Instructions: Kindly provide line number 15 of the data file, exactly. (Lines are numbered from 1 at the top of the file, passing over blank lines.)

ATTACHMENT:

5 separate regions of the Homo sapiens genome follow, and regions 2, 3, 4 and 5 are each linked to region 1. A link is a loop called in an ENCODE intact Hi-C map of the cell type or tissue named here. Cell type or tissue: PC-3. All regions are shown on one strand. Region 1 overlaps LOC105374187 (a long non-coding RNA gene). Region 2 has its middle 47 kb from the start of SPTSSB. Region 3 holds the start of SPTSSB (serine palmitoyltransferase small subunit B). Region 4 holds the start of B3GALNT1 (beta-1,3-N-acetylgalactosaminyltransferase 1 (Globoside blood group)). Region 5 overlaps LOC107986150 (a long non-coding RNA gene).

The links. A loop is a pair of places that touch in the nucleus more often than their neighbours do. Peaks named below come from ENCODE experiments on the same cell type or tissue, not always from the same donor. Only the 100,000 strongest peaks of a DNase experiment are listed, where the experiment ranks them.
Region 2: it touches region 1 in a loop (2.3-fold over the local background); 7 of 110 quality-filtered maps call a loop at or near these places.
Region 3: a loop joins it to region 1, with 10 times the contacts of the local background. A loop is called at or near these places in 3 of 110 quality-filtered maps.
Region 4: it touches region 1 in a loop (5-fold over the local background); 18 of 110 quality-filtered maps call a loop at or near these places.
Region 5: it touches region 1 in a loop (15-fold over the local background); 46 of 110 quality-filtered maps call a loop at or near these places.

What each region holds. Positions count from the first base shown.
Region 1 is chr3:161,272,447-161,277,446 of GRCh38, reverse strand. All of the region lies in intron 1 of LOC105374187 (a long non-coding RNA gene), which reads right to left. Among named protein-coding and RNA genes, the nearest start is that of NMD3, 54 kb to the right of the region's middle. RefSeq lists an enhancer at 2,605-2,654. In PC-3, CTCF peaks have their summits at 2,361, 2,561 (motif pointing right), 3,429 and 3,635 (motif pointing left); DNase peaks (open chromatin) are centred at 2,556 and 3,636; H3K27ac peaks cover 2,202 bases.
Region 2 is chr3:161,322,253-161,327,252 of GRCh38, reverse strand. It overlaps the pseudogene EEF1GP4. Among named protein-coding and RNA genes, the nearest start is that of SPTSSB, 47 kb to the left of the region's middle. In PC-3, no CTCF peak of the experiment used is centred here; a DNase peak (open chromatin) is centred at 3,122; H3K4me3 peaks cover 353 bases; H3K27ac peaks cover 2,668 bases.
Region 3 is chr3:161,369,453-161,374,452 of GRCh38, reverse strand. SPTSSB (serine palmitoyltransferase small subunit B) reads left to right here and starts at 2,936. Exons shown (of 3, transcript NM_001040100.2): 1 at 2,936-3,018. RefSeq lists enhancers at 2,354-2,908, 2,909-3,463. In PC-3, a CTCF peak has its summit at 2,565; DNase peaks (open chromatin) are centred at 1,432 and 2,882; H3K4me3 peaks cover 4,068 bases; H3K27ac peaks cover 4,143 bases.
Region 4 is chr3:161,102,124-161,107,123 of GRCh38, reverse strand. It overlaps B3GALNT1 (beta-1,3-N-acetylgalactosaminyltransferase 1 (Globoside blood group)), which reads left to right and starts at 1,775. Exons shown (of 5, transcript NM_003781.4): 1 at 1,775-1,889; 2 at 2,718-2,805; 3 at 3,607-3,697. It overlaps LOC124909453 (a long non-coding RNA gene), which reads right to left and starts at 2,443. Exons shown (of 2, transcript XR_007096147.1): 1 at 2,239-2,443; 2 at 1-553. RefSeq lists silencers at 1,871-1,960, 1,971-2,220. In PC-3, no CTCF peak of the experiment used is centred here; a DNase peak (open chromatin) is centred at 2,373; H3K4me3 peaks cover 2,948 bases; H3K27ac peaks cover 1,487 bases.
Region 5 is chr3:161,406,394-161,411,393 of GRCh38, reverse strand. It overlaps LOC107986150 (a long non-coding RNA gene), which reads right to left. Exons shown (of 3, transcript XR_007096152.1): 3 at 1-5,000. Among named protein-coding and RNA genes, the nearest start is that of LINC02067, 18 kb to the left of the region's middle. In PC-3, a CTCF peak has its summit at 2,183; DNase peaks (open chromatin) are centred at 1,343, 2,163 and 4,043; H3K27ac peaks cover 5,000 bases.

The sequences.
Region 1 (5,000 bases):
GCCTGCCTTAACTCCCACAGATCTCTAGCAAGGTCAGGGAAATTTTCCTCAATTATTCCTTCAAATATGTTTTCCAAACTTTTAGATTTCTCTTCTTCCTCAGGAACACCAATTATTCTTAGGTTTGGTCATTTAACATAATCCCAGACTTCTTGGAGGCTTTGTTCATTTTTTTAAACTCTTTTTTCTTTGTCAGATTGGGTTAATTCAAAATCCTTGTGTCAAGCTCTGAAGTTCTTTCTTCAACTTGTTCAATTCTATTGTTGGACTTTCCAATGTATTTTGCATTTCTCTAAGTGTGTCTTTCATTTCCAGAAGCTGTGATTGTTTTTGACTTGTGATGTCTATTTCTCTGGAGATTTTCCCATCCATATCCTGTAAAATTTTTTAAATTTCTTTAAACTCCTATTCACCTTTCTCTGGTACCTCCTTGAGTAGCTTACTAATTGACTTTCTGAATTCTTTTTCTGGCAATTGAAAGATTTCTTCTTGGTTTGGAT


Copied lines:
GCCTGCCTTAACTCCCACAGATCTCTAGCAAGGTCAGGGAAATTTTCCTCAATTATTCCTTCAAATATGTTTTCCAAACTTTTAGATTTCTCTTCTTCCTCAGGAACACCAATTATTCTTAGGTTTGGTCATTTAACATAATCCCAGACTTCTTGGAGGCTTTGTTCATTTTTTTAAACTCTTTTTTCTTTGTCAGATTGGGTTAATTCAAAATCCTTGTGTCAAGCTCTGAAGTTCTTTCTTCAACTTGTTCAATTCTATTGTTGGACTTTCCAATGTATTTTGCATTTCTCTAAGTGTGTCTTTCATTTCCAGAAGCTGTGATTGTTTTTGACTTGTGATGTCTATTTCTCTGGAGATTTTCCCATCCATATCCTGTAAAATTTTTTAAATTTCTTTAAACTCCTATTCACCTTTCTCTGGTACCTCCTTGAGTAGCTTACTAATTGACTTTCTGAATTCTTTTTCTGGCAATTGAAAGATTTCTTCTTGGTTTGGAT